To sum that up: Many blood cells floating around in the blood stream.

PV affects all of the hematopoietic bone marrow elements, meaning all the blood cells produced in the marrow are increased. This can lead to a variety of different issues and symptoms including, but not limited to headaches, itching(unique to PV), dizziness, abdominal pain(due to enlarged spleen or possibly liver) increased risk of blood clots, and stroke.

As I said in the issue before, each of these MPNs can be very difficult to diagnose, as the symptoms can be difficult to pinpoint, and often lend themselves easily to a variety of diseases. I think I will go through and answer the same some of the same questions as in the first entry, applying them to PV.

How are you diagnosed with that disease/condition/thing?

How do they treat it?

When will it be cured?

As with most MPNs, PV can often be discovered after some other event/illness/diagnosis. Regardless of how the disease is initially discovered, there are several criteria that must be present to help verify which MPN you are dealing with. Most commonly diagnosis happens after a series of blood tests; Complete Blood Count (CBC), Comprehensive Metabolic Panel (CMP), and often Bone Marrow Biopsy (BMB). What the doctor is looking for in aCBCis an abnormal increase in blood cell amounts. Red cells, white cells, platelets, everything. With a BMB your doctor will be looking at bone marrow abnormalities and genetic markers in the marrow.

Treatment for PV varies by patient. Treatment ranges from watch and wait, or phlebotomy, to prescription medications like Hydroxyurea or Anagrelide(More common for ET patients, but  PV can take it as well). Phlebotomy is basically blood letting. When counts get too high, a patient will go to the clinic, and a unit or so of blood will be removed from their body, thus lowering blood counts.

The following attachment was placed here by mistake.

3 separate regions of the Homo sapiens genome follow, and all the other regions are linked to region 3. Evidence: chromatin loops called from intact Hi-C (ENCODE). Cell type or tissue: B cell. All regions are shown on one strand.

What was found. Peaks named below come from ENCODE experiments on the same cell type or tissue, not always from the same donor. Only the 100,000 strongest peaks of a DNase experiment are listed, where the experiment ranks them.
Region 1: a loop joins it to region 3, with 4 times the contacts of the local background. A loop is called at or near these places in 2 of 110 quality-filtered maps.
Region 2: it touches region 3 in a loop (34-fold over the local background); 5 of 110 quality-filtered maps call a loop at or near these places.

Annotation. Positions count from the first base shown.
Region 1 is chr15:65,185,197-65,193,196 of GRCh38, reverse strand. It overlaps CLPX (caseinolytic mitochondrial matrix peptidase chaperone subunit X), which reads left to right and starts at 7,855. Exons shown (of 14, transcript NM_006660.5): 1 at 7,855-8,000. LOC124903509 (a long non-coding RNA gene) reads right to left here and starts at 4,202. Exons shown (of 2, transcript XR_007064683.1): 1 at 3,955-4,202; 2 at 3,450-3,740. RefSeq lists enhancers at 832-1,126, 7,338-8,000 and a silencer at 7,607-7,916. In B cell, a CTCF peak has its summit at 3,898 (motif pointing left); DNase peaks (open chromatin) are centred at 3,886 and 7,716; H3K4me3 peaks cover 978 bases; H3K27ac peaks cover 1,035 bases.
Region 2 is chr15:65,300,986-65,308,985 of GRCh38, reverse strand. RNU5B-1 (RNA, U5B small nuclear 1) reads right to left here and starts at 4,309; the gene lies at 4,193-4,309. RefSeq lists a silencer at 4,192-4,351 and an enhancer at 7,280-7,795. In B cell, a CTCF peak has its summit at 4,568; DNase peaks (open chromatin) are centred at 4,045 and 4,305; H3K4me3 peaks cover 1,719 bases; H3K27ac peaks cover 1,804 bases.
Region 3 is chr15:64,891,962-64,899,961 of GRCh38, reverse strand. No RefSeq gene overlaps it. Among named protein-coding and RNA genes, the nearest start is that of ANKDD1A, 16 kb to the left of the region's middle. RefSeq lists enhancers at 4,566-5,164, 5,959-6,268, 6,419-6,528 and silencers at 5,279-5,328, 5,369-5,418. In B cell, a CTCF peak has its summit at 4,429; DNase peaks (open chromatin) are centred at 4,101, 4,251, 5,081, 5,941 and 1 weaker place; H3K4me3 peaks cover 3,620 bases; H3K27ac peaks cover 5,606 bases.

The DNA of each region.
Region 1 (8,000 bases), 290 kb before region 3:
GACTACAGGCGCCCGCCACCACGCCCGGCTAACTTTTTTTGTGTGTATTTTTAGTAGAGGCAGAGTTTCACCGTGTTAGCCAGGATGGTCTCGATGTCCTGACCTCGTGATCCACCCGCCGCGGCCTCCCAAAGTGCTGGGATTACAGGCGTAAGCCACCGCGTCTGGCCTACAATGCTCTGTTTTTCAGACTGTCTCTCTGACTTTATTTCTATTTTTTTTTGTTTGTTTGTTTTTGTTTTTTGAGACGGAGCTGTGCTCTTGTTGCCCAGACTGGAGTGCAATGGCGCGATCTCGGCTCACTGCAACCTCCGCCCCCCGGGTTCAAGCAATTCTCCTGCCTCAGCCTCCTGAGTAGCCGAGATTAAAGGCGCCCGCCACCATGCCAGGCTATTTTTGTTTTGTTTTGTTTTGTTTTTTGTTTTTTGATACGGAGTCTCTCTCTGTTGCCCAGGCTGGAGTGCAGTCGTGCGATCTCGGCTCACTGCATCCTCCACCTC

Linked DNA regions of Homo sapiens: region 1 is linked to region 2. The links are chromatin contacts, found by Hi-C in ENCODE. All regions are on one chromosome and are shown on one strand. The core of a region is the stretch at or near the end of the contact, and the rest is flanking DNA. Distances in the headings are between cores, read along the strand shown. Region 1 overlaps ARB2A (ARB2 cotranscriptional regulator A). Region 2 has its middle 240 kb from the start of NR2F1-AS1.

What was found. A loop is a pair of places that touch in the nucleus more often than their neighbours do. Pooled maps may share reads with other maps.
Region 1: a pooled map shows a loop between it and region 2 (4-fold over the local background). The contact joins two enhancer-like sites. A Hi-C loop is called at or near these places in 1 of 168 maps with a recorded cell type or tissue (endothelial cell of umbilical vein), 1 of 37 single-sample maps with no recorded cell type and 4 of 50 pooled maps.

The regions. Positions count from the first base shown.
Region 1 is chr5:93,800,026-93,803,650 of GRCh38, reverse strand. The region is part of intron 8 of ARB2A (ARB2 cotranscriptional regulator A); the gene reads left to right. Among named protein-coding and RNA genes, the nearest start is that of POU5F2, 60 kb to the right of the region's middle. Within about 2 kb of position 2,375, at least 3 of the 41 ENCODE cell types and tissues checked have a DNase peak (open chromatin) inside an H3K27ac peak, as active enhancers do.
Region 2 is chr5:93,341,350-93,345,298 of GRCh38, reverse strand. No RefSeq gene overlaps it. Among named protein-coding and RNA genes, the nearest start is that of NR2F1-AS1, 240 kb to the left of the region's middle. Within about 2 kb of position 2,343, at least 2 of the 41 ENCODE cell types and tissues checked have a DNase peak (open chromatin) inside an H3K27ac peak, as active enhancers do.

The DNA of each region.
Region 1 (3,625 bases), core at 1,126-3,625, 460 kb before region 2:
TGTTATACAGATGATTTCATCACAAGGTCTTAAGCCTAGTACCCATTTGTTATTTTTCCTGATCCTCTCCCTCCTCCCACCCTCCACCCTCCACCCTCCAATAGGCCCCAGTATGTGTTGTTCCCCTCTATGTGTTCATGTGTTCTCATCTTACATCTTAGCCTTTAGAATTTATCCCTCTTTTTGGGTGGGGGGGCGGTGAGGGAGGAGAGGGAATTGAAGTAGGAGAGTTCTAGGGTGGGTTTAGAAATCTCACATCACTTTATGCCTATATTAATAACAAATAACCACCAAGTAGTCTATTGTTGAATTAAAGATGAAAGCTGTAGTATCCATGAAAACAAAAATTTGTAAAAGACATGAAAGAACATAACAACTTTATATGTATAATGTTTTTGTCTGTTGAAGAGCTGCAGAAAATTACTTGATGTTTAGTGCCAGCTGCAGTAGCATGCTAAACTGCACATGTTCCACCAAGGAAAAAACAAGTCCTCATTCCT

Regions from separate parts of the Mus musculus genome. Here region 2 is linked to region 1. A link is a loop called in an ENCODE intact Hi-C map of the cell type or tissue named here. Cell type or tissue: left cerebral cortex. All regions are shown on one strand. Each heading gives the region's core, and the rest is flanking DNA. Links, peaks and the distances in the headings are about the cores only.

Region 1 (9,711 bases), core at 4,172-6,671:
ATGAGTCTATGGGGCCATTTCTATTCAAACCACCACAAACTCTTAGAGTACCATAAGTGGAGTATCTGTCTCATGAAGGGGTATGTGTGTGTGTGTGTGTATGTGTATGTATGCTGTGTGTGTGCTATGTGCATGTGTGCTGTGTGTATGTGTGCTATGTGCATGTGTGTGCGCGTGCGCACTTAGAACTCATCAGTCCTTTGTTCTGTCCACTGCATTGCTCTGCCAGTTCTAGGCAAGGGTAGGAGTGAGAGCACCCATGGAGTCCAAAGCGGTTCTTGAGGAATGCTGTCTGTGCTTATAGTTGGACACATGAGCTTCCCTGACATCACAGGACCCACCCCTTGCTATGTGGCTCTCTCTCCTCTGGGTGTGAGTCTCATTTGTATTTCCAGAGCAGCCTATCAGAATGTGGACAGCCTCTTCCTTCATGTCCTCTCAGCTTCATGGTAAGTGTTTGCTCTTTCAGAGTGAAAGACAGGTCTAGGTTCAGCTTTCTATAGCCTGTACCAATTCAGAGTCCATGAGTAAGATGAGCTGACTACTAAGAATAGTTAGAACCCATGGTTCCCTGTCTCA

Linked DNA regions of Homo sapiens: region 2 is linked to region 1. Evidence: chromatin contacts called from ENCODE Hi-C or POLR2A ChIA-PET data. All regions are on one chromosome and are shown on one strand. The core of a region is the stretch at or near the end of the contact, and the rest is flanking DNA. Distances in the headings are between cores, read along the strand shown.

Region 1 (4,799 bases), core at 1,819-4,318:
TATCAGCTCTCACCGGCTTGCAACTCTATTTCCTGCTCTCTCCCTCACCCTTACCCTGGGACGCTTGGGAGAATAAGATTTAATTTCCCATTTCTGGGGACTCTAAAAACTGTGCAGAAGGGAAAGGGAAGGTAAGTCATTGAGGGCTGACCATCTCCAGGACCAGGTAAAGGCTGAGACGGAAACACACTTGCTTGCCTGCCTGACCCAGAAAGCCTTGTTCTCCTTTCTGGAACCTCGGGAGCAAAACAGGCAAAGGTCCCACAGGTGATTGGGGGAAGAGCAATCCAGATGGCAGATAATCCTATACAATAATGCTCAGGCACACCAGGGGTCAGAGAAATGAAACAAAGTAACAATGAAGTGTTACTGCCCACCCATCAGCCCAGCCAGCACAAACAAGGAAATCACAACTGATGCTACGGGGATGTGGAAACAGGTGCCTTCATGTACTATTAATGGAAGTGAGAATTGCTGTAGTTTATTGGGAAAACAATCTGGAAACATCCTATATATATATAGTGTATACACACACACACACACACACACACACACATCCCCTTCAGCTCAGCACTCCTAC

As for a cure, this is the same as with any MPN. There is no “cure” per se. The disease can be managed thru treatment, and some can live a relatively normal life with little to no interference from the disease. However, since every patient is different, everyone will experience a different set of symptoms of the disease.

I do not claim to know all there is to know about ANY myeloproliferative neoplasm for that matter…. I am sure that I missed something here, but this is just my general understanding, and the way I would explain it to someone who knew nothing about PV. I would like to take this opportunity to invite PV patients to add to this. Particularly things like “What do you wish you had known at diagnosis that no one told you?”

Tomorrow we will be talking about Essential Thrombocytosis (ET)

Until tomorrow,

Lina